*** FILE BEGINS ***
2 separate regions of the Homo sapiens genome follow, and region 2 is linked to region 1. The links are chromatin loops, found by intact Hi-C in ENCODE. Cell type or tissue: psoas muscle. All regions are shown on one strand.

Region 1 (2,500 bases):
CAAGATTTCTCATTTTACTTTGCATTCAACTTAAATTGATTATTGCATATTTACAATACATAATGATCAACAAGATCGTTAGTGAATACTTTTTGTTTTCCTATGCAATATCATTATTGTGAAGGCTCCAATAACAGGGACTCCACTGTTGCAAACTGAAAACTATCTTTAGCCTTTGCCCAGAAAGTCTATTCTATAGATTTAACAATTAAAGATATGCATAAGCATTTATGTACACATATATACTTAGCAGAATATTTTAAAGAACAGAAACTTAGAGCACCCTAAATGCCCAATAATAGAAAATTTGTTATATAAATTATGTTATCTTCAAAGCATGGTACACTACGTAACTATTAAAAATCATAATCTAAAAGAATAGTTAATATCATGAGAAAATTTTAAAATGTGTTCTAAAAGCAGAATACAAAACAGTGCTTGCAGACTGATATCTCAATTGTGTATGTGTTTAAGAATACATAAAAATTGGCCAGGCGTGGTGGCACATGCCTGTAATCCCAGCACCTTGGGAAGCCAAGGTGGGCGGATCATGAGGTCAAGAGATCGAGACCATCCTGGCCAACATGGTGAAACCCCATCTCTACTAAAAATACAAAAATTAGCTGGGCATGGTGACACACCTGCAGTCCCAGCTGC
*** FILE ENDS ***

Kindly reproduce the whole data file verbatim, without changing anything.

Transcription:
2 separate regions of the Homo sapiens genome follow, and region 2 is linked to region 1. The links are chromatin loops, found by intact Hi-C in ENCODE. Cell type or tissue: psoas muscle. All regions are shown on one strand.

Region 1 (2,500 bases):
CAAGATTTCTCATTTTACTTTGCATTCAACTTAAATTGATTATTGCATATTTACAATACATAATGATCAACAAGATCGTTAGTGAATACTTTTTGTTTTCCTATGCAATATCATTATTGTGAAGGCTCCAATAACAGGGACTCCACTGTTGCAAACTGAAAACTATCTTTAGCCTTTGCCCAGAAAGTCTATTCTATAGATTTAACAATTAAAGATATGCATAAGCATTTATGTACACATATATACTTAGCAGAATATTTTAAAGAACAGAAACTTAGAGCACCCTAAATGCCCAATAATAGAAAATTTGTTATATAAATTATGTTATCTTCAAAGCATGGTACACTACGTAACTATTAAAAATCATAATCTAAAAGAATAGTTAATATCATGAGAAAATTTTAAAATGTGTTCTAAAAGCAGAATACAAAACAGTGCTTGCAGACTGATATCTCAATTGTGTATGTGTTTAAGAATACATAAAAATTGGCCAGGCGTGGTGGCACATGCCTGTAATCCCAGCACCTTGGGAAGCCAAGGTGGGCGGATCATGAGGTCAAGAGATCGAGACCATCCTGGCCAACATGGTGAAACCCCATCTCTACTAAAAATACAAAAATTAGCTGGGCATGGTGACACACCTGCAGTCCCAGCTGC